The Concord Grape Harvest

We're having a big year with the grapes. Not only did we finish the arbor, but we have also enjoyed harvesting at least a few grapes of each of our four varieties. Our best crop of grapes by far is from our Concord vines. Unlike last year's harvest of just a handful of grapes, this year we have had literal bunches. We've been snacking on the them in passing for a week or two, and this week I brought in a little over three pounds:

Too many grapes to eat before they go bad, so it's time to make grape jam!

As always, I checked the Ball Blue Book first, but then went online to try to find a lower-sugar version. The last time I made a no-pectin jam from the Ball Book, it was good but way too sweet. These grapes taste so good off the vine — musky grapey-ness, but also lots of floral notes and a touch of acidity — that I didn't want to obliterate their flavor with all that sugar. 

I found a low(er) sugar grape jam recipe at Epicurious, but I played with it to use even less sugar and a faster cooking time to try to maintain as much of the natural grape flavor as I could. Here's what I did:

1. Gather ingredients: 3 pounds of Concord grapes, 2 cups of sugar, 1 lemon. You'll also need to fire up the canner and prepare about 7 of those tiny, 4-oz. jelly jars. 

2. Remove the stems and add grapes to the food processor:

I left the few unripe green ones in the mix, to no ill effect.

2. Blitz the grapes to separate the skins from the pulp:

This doesn't take many pulses, and you want to do it in small batches to avoid the liquid rising too high and causing leaks.

3. Combine the juice of the lemon, sugar, and grape mash into a large pot and bring to a boil over medium-high heat, stirring occasionally to keep from sticking:

I also added the spent lemon rinds, working under the assumption that they would help add some natural pectin to the mixture, which would in turn help the jam set up without having to cook it for quite so long.

4. Boil for 20 minutes, still stirring and generally keeping an eye on the pot:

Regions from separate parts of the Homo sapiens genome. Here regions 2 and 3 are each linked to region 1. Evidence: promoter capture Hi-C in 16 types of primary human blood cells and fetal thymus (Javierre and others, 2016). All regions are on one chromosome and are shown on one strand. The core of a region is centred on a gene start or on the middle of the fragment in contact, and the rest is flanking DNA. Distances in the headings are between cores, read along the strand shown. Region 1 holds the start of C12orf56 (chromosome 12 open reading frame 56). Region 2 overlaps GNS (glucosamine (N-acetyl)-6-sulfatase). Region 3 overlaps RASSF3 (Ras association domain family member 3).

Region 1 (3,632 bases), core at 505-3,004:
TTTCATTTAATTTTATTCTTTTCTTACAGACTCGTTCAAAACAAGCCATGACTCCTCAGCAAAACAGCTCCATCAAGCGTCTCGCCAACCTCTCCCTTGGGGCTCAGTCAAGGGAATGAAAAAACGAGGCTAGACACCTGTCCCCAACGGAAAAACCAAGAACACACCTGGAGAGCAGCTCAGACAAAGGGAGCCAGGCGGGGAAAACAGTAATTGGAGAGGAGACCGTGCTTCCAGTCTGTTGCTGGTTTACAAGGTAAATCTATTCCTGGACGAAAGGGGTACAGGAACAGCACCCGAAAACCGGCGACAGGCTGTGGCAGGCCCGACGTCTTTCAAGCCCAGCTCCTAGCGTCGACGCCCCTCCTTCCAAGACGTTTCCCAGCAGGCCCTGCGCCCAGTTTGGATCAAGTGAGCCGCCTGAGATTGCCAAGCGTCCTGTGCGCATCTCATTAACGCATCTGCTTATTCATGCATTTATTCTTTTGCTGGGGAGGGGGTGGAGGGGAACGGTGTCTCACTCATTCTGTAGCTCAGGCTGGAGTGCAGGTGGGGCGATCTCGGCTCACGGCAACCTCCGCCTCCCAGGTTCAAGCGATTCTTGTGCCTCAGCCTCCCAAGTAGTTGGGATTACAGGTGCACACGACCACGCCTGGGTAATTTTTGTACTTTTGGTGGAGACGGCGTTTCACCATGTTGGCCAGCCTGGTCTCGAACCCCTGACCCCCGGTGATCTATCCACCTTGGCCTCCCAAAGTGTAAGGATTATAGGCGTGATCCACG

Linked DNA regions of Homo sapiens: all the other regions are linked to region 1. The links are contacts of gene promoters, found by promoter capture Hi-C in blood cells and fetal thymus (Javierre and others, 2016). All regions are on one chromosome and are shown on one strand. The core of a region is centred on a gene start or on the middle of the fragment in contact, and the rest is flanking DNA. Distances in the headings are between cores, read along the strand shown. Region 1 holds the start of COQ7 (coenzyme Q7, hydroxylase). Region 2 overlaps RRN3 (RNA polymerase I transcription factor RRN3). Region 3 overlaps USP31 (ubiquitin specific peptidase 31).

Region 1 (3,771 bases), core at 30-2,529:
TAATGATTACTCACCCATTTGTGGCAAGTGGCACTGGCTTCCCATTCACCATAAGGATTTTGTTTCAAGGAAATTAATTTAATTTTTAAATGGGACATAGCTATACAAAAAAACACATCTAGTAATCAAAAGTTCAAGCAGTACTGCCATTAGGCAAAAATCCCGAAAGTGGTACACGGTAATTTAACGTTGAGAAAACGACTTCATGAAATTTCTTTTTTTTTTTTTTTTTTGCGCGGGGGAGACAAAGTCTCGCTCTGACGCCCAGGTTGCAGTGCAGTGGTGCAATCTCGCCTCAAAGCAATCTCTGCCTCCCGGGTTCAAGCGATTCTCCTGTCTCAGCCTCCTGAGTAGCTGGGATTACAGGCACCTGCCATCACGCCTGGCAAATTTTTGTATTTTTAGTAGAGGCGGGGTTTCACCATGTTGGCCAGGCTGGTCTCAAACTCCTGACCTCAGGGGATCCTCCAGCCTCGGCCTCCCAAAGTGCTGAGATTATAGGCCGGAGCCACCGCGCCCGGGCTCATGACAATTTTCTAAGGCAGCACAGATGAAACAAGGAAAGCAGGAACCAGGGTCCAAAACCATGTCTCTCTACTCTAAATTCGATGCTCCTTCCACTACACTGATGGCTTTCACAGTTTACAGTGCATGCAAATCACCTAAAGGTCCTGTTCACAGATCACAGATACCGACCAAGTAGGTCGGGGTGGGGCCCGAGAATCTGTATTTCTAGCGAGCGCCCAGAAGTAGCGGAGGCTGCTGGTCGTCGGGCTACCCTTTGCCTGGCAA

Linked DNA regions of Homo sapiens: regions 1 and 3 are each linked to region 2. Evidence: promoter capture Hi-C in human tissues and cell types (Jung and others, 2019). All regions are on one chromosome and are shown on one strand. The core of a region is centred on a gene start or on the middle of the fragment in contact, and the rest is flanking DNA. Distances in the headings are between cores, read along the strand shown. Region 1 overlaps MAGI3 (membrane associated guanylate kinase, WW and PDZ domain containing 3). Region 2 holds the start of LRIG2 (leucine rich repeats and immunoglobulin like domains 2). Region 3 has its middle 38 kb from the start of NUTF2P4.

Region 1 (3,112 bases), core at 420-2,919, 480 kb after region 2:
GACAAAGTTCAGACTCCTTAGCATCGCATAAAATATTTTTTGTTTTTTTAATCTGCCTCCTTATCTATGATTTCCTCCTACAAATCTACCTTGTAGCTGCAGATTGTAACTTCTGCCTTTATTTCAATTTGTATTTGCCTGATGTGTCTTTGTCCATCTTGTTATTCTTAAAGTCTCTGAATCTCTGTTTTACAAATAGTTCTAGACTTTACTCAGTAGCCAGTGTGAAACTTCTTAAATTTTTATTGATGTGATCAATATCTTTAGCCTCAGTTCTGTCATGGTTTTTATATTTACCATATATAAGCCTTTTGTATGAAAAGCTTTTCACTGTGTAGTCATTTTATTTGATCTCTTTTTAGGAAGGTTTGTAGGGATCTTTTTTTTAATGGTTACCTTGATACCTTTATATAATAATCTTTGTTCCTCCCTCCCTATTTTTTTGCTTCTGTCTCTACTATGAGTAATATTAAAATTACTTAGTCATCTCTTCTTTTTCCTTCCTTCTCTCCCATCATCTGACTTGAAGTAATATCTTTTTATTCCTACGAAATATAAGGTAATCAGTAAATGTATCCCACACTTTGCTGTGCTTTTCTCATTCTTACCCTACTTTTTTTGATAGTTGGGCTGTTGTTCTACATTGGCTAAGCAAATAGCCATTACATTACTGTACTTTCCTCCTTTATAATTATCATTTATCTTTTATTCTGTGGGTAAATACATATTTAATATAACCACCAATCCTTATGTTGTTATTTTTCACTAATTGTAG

5. Remove from heat, discard the lemon rinds, and process the jam in a food mill to remove most of the skins (and seeds, if your grapes are seeded):

You can also press it through a sieve if you don't have a food mill. Either way, be careful with the lava-hot, sugary syrup.

6. Put the strained mixture back in the pot on the stove and boil it until it sets:

Though the Epicurious recipe suggested an additional 35 minutes for this, mine was done in just 10. (I attribute this to those lemon rinds, but that's just a guess.)

7. How do you know when it's set? That's the scary part of jam making. I tested it with a metal spoon: 

The idea here is that when it has enough body to hold together and stick to the back of the spoon, it's done. Because it's hot, it will still look pretty runny, but you just have to trust it.

8. Put the jam in jars, screw on the lids, and process in the canner for 10 minutes. 

That's it. I was very anxious to give it a taste test, especially since I had played pretty fast and loose with the recipe. Adjusting the pectin-sugar-acid ratio in jams is tricky, because you need enough of all three to make it set. But each fruit has a different amount of each naturally (and this can also vary based on variety, growing conditions, etc.)

So we held our breath and opened one the next evening. And took a spoon to it:

Whew! Good and thick — definitely jelled. On to the taste test:

The texture is perfect! The flavor is grapey and very bright. I wouldn't say it tastes lemony, exactly, but it has a pretty strong acidity to it. (The kids didn't notice the lemon at all, and liked the jam a lot, so maybe my perception is altered a bit by knowing the ingredients.) It's definitely not too sweet, so mission accomplished there. I think in the future I will try using just the juice of half the lemon, but still use the rinds. 

The funny thing is that I'm not actually a huge grape jelly fan. But since I expect to have a lot of Concord grapes to work with each year, we can keep experimenting to try to tweak this recipe to the perfect balance for the unique flavor of our backyard grapes.  


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